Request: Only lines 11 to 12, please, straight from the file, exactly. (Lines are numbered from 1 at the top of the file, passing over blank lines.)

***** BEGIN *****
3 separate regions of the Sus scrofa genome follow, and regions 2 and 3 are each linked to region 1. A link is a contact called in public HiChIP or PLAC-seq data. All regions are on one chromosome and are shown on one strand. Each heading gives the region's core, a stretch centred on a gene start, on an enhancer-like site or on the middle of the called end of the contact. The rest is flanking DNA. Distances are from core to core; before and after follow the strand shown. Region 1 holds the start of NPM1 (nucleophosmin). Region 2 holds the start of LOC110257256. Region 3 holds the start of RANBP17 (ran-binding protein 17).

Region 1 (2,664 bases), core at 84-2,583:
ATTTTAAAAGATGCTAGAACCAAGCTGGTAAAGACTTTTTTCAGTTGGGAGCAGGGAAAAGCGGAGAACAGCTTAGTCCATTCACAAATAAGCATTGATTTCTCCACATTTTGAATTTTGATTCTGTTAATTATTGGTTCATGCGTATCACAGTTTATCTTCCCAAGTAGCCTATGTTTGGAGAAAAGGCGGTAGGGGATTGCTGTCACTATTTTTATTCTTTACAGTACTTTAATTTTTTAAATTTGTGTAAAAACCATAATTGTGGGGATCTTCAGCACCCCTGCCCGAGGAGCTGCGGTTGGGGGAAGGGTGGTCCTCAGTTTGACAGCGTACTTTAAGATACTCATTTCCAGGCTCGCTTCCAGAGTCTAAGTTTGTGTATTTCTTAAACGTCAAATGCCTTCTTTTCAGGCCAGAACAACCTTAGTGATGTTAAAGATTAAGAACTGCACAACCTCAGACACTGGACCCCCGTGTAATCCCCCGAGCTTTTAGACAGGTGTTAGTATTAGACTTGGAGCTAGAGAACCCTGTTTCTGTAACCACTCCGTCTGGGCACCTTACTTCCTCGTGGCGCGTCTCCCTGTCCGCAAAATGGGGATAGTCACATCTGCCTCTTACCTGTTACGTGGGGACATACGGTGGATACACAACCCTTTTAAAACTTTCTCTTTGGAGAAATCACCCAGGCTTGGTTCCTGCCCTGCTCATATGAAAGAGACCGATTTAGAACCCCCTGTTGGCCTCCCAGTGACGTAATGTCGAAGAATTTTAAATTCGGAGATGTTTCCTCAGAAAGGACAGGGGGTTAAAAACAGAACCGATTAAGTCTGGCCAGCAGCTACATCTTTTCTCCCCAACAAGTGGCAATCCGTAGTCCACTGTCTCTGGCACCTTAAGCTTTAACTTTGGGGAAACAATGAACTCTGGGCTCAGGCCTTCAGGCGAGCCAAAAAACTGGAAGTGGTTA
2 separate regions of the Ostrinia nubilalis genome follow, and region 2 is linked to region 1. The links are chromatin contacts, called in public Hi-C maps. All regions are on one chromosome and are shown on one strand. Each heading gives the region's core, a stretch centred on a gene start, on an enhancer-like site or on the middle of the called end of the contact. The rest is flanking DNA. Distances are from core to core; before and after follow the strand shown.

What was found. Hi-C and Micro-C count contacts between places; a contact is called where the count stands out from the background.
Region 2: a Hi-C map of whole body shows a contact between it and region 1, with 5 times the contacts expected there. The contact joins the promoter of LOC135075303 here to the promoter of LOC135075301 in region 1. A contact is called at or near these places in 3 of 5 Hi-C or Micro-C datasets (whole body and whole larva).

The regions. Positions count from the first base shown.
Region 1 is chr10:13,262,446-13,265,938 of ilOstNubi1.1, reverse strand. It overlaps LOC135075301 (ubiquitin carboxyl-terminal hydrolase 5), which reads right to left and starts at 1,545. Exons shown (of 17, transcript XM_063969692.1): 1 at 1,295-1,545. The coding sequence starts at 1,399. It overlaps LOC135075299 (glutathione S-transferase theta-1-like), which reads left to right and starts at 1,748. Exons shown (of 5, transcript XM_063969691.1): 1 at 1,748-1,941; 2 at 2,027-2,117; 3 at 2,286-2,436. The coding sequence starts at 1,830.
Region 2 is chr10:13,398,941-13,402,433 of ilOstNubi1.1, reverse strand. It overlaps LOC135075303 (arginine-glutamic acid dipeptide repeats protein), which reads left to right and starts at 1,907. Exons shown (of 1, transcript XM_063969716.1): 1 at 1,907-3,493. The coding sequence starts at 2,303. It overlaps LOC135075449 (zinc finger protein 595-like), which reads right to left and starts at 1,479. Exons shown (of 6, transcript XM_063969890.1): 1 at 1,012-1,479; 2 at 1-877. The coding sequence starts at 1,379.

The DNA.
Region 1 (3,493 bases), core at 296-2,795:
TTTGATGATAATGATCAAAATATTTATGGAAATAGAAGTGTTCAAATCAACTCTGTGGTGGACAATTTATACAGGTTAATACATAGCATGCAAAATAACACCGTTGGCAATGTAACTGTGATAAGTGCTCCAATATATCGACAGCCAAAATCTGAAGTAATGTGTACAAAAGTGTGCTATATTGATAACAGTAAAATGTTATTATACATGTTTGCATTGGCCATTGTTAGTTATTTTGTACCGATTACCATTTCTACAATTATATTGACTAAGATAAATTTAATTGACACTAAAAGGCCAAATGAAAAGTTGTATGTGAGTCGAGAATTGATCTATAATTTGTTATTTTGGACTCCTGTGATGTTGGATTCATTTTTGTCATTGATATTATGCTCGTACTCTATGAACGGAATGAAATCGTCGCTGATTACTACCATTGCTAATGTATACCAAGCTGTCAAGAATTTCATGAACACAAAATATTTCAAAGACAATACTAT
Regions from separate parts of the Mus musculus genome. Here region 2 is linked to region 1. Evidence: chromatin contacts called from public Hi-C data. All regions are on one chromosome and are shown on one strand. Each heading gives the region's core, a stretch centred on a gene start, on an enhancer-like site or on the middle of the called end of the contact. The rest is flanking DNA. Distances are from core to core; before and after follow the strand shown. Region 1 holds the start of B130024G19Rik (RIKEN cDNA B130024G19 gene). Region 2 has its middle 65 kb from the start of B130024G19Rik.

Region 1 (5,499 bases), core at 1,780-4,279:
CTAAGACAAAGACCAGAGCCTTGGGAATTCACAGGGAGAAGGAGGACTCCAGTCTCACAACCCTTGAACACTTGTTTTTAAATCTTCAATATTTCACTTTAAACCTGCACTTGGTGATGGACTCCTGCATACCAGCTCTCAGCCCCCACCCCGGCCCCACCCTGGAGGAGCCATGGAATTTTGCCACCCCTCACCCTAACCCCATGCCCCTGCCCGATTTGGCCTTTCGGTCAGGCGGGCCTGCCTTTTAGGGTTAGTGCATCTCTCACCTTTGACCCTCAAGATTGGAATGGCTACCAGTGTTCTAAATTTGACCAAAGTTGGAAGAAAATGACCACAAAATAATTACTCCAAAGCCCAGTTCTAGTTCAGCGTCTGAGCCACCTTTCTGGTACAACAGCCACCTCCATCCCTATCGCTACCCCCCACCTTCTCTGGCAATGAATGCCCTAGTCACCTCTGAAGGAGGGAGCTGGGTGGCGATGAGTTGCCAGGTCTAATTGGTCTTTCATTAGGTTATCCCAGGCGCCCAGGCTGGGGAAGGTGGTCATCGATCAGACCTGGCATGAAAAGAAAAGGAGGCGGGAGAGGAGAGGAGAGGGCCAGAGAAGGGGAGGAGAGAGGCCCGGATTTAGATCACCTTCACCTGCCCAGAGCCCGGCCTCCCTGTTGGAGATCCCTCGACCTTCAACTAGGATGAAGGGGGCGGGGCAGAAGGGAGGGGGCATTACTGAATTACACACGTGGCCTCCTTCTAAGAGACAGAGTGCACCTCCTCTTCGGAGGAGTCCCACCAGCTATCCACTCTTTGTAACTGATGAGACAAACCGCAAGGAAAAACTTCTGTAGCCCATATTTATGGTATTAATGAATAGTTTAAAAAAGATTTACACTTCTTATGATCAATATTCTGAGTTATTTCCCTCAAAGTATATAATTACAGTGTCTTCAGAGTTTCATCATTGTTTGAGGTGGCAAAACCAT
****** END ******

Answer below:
Region 1 (3,493 bases), core at 296-2,795:
TTTGATGATAATGATCAAAATATTTATGGAAATAGAAGTGTTCAAATCAACTCTGTGGTGGACAATTTATACAGGTTAATACATAGCATGCAAAATAACACCGTTGGCAATGTAACTGTGATAAGTGCTCCAATATATCGACAGCCAAAATCTGAAGTAATGTGTACAAAAGTGTGCTATATTGATAACAGTAAAATGTTATTATACATGTTTGCATTGGCCATTGTTAGTTATTTTGTACCGATTACCATTTCTACAATTATATTGACTAAGATAAATTTAATTGACACTAAAAGGCCAAATGAAAAGTTGTATGTGAGTCGAGAATTGATCTATAATTTGTTATTTTGGACTCCTGTGATGTTGGATTCATTTTTGTCATTGATATTATGCTCGTACTCTATGAACGGAATGAAATCGTCGCTGATTACTACCATTGCTAATGTATACCAAGCTGTCAAGAATTTCATGAACACAAAATATTTCAAAGACAATACTAT